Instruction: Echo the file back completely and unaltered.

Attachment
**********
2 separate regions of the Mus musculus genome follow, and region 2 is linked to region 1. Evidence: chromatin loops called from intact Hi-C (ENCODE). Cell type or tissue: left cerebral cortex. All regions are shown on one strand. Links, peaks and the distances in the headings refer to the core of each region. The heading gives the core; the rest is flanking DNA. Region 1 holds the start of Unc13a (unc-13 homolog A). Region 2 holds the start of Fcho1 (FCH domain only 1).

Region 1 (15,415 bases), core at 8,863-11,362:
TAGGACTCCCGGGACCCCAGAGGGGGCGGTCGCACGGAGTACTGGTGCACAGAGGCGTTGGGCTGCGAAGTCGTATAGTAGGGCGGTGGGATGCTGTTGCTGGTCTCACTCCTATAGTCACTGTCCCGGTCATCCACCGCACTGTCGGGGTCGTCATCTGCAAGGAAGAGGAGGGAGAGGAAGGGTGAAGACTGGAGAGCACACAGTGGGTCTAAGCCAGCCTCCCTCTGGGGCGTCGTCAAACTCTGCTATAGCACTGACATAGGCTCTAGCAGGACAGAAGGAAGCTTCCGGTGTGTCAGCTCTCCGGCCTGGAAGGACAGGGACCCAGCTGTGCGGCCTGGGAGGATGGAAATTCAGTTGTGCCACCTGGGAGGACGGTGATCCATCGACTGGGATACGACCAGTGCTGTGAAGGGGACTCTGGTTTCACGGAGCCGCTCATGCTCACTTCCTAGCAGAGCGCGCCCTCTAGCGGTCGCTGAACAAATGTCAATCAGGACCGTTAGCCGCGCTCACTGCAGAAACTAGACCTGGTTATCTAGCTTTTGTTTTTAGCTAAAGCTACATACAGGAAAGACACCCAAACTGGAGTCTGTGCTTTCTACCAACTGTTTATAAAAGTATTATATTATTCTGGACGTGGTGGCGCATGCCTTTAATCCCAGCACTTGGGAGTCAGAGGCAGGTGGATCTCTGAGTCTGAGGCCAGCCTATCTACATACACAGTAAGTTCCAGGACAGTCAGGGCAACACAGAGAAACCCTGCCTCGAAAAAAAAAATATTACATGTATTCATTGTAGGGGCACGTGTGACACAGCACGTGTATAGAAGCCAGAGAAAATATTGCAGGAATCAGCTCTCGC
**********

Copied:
2 separate regions of the Mus musculus genome follow, and region 2 is linked to region 1. Evidence: chromatin loops called from intact Hi-C (ENCODE). Cell type or tissue: left cerebral cortex. All regions are shown on one strand. Links, peaks and the distances in the headings refer to the core of each region. The heading gives the core; the rest is flanking DNA. Region 1 holds the start of Unc13a (unc-13 homolog A). Region 2 holds the start of Fcho1 (FCH domain only 1).

Region 1 (15,415 bases), core at 8,863-11,362:
TAGGACTCCCGGGACCCCAGAGGGGGCGGTCGCACGGAGTACTGGTGCACAGAGGCGTTGGGCTGCGAAGTCGTATAGTAGGGCGGTGGGATGCTGTTGCTGGTCTCACTCCTATAGTCACTGTCCCGGTCATCCACCGCACTGTCGGGGTCGTCATCTGCAAGGAAGAGGAGGGAGAGGAAGGGTGAAGACTGGAGAGCACACAGTGGGTCTAAGCCAGCCTCCCTCTGGGGCGTCGTCAAACTCTGCTATAGCACTGACATAGGCTCTAGCAGGACAGAAGGAAGCTTCCGGTGTGTCAGCTCTCCGGCCTGGAAGGACAGGGACCCAGCTGTGCGGCCTGGGAGGATGGAAATTCAGTTGTGCCACCTGGGAGGACGGTGATCCATCGACTGGGATACGACCAGTGCTGTGAAGGGGACTCTGGTTTCACGGAGCCGCTCATGCTCACTTCCTAGCAGAGCGCGCCCTCTAGCGGTCGCTGAACAAATGTCAATCAGGACCGTTAGCCGCGCTCACTGCAGAAACTAGACCTGGTTATCTAGCTTTTGTTTTTAGCTAAAGCTACATACAGGAAAGACACCCAAACTGGAGTCTGTGCTTTCTACCAACTGTTTATAAAAGTATTATATTATTCTGGACGTGGTGGCGCATGCCTTTAATCCCAGCACTTGGGAGTCAGAGGCAGGTGGATCTCTGAGTCTGAGGCCAGCCTATCTACATACACAGTAAGTTCCAGGACAGTCAGGGCAACACAGAGAAACCCTGCCTCGAAAAAAAAAATATTACATGTATTCATTGTAGGGGCACGTGTGACACAGCACGTGTATAGAAGCCAGAGAAAATATTGCAGGAATCAGCTCTCGC